Tire Plug Patch

Cooper Tires recently published an article that highlights proper tire repair.

If you have a tire that’s losing air, have it inspected by a professional to determine the correct repair.  Your tires are what keep your car connected to the ground – don’t risk your safety with an outdated plug.

Ask Bill – Pre-Purchase Inspections – 7 Steps To Buying Confidently

Our clients trust us with their cars and when it comes time to purchase another used vehicle many times they’ll call the shop to see what we’ve heard about certain models and if we have any vehicles for sale.  We also receive many questions regarding how to go about finding a good, used vehicle for sale.  Regardless of where you may find a car for sale I will always recommend a Pre-Purchase Inspection.

About a year ago I wrote about used vehicle purchases and inspections  here.  In today’s post I will focus on the Pre-Purchase Inspection.  Buying a used vehicle can be a huge trap if you are not careful.

This time of year means two things; tax season and used car season.  The used car market swells this time of year as many enterprising individuals and companies want to take advantage of cash in people’s pockets.  Some car lots will start stockpiling cars in November and December in anticipation of their busy season.  Sometimes they need to put some work and repairs into these cars and if quality work isn’t done, you’ll end up with a headache.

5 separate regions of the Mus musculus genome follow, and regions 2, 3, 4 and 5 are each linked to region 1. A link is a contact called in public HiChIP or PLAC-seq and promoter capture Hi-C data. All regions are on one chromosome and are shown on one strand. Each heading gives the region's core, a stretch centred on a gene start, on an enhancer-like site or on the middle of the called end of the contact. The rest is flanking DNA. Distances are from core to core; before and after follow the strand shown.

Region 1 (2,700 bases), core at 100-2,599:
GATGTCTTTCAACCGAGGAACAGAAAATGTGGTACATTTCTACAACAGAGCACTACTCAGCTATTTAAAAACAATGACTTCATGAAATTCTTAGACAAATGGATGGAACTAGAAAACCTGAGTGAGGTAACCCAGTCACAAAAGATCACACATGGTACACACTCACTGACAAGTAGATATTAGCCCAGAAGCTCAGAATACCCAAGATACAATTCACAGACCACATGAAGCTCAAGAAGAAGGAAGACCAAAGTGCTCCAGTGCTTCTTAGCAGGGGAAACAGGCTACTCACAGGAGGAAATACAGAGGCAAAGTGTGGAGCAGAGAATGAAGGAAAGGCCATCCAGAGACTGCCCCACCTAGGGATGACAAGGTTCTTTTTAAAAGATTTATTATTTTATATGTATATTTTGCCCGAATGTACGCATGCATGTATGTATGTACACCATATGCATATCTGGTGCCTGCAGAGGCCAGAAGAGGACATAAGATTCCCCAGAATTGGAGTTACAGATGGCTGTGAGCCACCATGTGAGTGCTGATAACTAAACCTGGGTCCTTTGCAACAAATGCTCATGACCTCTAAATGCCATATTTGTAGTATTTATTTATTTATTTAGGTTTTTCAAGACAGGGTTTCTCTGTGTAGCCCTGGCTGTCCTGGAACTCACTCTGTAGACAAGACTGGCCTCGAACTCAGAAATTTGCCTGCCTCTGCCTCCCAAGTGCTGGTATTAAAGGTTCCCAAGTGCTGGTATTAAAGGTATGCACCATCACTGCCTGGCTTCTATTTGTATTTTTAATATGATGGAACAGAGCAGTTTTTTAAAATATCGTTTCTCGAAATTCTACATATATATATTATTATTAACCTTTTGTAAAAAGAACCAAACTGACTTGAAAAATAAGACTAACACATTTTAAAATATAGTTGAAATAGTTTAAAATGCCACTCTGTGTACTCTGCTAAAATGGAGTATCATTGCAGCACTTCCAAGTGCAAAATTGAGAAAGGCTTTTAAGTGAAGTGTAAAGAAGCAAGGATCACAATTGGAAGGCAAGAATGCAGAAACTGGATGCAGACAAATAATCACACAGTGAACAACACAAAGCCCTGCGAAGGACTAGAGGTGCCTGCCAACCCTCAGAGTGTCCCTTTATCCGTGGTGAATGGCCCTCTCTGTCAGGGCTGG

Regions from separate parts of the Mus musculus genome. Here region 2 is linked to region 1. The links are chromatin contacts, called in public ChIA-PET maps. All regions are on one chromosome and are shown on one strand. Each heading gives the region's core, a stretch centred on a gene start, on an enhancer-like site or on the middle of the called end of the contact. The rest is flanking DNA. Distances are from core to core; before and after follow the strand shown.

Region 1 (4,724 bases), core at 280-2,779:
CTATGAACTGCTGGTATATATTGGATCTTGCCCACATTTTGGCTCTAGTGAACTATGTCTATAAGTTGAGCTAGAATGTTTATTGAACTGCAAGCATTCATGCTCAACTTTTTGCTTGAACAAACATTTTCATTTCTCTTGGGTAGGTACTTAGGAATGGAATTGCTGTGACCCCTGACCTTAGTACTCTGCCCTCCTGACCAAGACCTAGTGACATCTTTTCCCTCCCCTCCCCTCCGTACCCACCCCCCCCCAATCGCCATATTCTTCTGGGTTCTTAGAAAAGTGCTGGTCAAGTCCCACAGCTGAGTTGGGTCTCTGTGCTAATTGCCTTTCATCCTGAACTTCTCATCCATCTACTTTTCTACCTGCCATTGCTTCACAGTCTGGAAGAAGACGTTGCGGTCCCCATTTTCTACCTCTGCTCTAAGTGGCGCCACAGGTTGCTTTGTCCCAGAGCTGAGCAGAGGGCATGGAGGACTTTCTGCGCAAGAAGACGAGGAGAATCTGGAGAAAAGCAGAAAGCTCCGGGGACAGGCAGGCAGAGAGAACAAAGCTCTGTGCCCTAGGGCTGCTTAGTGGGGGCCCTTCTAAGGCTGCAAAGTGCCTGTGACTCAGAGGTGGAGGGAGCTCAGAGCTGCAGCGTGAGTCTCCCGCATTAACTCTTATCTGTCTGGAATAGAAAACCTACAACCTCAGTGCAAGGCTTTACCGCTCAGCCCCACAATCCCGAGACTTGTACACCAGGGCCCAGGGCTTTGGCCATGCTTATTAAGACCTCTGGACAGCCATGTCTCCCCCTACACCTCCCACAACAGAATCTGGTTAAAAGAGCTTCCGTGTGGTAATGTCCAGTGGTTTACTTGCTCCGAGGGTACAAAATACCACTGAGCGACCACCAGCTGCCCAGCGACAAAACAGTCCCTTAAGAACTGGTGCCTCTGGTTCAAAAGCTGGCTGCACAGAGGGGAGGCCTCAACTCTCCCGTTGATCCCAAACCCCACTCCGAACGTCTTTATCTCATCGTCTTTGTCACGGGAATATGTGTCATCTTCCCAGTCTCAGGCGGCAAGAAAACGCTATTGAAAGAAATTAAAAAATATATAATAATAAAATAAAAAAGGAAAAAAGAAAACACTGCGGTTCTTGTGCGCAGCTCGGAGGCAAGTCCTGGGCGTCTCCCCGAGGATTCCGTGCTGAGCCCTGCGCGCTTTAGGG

As a Licensed Ohio E-Check Repair Facility we see many cars that have failed E-Check and in many cases these cars were just purchased.  Talk about frustrated!! Now these folks own this problem.

Why is a Pre-Purchase Inspection important?  Having trained eyes on your potential purchase can help you avoid a mistake or confirm that you’ve found a gem.  This small investment will help identify any potential headaches.

So what gets inspected?  I’ll explain how we approach a Pre-Purchase Inspection.

Digital Used Car Inspection

  1. We test drive the vehicle.  We’re listening for anything that doesn’t seem right such as noises and rattles.  We’re checking the alignment, how it steers, how it accelerates and how it stops.